The computing and/or client device 800 also includes an audio and/or video output 826 that provides audio and video to an audio rendering and/or display system 828, or to other devices that process, display, and/or otherwise render audio, video, and display data. Video signals and audio signals can be communicated from device 800 to television 830 via an RF (radio frequency) link, S-video link, composite video link, component video link, analog audio connection, or other similar communication link.

FIG. 9 illustrates an exemplary computing environment 900 within which television system video conferencing systems and methods, as well as the computing, network, and system architectures described herein, can be either fully or partially implemented. Exemplary computing environment 900 is only one example of a computing system and is not intended to suggest any limitation as to the scope of use or functionality of the architectures. Neither should the computing environment 900 be interpreted as having any dependency or requirement relating to any one or combination of components illustrated in the exemplary computing environment 900.

The computer and network architectures in computing environment 900 can be implemented with numerous other general purpose or special purpose computing system environments or configurations. Examples of well known computing systems, environments, and/or configurations that may be suitable for use include, but are not limited to, personal computers, server computers, client devices, hand-held or laptop devices, microprocessor-based systems, multiprocessor systems, set top boxes, programmable consumer electronics, network PCs, minicomputers, mainframe computers, gaming consoles, distributed computing environments that include any of the above systems or devices, and the like.

The computing environment 900 includes a general-purpose computing system in the form of a computing device 902. The components of computing device 902 can include, but are not limited to, one or more processors 904 (e.g., any of microprocessors, controllers, and the like), a system memory 906, and a system bus 908 that couples the various system components. The one or more processors 904 process various computer executable instructions to control the operation of computing device 902 and to communicate with other electronic and computing devices. The system bus 908 represents any number of several types of bus structures, including a memory bus or memory controller, a peripheral bus, an accelerated graphics port, and a processor or local bus using any of a variety of bus architectures.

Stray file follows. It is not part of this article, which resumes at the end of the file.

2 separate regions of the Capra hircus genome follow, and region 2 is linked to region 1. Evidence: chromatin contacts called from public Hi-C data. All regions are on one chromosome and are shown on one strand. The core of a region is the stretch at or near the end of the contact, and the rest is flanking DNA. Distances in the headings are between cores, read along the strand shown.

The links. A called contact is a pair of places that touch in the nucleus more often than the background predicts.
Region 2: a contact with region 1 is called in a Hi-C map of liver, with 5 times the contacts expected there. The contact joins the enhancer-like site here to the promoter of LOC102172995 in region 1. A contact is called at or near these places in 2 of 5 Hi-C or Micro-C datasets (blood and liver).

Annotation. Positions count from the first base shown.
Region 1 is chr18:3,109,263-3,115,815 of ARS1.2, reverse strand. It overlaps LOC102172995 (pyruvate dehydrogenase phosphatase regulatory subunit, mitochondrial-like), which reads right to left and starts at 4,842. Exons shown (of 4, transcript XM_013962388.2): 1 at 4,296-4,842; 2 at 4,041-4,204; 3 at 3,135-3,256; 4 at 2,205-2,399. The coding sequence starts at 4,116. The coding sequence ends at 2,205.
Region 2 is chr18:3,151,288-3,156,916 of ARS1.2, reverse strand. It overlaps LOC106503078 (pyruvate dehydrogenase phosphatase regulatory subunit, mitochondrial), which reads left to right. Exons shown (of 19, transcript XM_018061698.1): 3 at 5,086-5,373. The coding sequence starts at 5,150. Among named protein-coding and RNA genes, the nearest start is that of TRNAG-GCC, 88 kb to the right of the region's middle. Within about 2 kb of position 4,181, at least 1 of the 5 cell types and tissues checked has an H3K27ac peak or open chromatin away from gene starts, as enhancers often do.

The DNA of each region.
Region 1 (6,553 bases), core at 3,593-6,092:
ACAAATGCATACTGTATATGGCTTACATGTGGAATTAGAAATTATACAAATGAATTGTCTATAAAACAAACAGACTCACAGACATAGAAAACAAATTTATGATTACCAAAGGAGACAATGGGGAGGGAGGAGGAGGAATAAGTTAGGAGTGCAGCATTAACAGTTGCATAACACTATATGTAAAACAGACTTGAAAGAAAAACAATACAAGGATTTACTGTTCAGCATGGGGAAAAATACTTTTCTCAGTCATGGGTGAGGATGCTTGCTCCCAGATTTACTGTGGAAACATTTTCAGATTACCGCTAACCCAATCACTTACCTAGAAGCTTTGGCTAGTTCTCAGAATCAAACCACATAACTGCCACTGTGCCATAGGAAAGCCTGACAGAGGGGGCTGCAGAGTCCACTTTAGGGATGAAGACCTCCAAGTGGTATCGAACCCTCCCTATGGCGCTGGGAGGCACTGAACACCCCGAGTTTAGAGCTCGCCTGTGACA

Computing environment 900 includes a variety of computer readable media which can be any media that is accessible by computing device 902 and includes both volatile and non-volatile media, removable and non-removable media. The system memory 906 includes computer readable media in the form of volatile memory, such as random access memory (RAM) 910, and/or non-volatile memory, such as read only memory (ROM) 912. A basic input/output system (BIOS) 914 maintains the basic routines that facilitate information transfer between components within computing device 902, such as during start-up, and is stored in ROM 912. RAM 910 typically contains data and/or program modules that are immediately accessible to and/or presently operated on by one or more of the processors 904.

Computing device 902 may include other removable/non-removable, volatile/non-volatile computer storage media. By way of example, a hard disk drive 916 reads from and writes to a non-removable, non-volatile magnetic media (not shown), a magnetic disk drive 918 reads from and writes to a removable, non-volatile magnetic disk 920 (e.g., a “floppy disk”), and an optical disk drive 922 reads from and/or writes to a removable, non-volatile optical disk 924 such as a CD-ROM, digital versatile disk (DVD), or any other type of optical media. In this example, the hard disk drive 916, magnetic disk drive 918, and optical disk drive 922 are each connected to the system bus 908 by one or more data media interfaces 926. The disk drives and associated computer readable media provide non-volatile storage of computer readable instructions, data structures, program modules, and other data for computing device 902.